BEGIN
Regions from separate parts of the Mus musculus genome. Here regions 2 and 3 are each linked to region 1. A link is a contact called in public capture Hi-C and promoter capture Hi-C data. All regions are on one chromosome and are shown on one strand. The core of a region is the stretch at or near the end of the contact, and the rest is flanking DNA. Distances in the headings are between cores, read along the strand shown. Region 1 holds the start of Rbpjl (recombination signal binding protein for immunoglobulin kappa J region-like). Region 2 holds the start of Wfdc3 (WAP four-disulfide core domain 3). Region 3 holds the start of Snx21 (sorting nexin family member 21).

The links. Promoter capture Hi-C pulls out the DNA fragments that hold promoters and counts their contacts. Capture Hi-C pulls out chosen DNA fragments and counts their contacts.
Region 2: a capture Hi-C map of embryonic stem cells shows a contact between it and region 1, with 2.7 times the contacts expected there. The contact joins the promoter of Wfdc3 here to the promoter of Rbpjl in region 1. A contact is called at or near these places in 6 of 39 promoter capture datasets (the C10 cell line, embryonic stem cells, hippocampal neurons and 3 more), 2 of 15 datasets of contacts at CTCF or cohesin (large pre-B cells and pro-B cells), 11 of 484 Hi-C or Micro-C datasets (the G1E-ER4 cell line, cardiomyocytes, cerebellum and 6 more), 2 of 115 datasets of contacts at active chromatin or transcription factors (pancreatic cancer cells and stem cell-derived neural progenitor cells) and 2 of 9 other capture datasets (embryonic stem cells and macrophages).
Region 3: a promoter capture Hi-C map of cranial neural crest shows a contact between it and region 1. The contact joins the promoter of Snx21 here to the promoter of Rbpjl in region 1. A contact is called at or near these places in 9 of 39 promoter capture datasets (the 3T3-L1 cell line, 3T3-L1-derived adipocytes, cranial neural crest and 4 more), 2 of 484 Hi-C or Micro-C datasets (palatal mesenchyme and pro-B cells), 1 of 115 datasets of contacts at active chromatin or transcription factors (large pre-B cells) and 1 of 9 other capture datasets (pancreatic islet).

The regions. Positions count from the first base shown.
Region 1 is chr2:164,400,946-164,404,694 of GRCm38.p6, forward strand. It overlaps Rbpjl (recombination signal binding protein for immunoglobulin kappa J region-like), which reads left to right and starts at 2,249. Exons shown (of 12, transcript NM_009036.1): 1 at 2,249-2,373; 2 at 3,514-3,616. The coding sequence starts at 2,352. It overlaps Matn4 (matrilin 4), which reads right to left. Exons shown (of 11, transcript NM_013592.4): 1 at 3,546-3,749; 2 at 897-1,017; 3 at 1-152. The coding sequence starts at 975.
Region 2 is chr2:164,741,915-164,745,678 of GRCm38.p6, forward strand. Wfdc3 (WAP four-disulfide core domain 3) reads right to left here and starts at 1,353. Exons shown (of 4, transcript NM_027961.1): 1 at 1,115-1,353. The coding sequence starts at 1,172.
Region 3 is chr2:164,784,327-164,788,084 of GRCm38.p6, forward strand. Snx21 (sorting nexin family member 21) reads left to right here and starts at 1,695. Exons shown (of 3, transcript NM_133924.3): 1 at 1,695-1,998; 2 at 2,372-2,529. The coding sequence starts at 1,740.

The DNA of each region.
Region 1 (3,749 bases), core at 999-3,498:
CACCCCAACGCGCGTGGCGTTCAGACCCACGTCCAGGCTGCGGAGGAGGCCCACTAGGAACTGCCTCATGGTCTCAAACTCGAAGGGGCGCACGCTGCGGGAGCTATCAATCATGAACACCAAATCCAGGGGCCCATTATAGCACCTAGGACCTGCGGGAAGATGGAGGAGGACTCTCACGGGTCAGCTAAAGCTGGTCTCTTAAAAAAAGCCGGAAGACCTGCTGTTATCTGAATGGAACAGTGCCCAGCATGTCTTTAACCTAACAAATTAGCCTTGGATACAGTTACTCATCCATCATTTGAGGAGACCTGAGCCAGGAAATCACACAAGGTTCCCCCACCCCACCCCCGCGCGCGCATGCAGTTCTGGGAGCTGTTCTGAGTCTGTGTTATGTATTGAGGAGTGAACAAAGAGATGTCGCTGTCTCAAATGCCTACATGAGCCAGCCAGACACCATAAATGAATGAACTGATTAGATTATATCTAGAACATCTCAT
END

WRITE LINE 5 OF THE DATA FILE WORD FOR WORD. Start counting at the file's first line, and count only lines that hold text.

The regions. Positions count from the first base shown.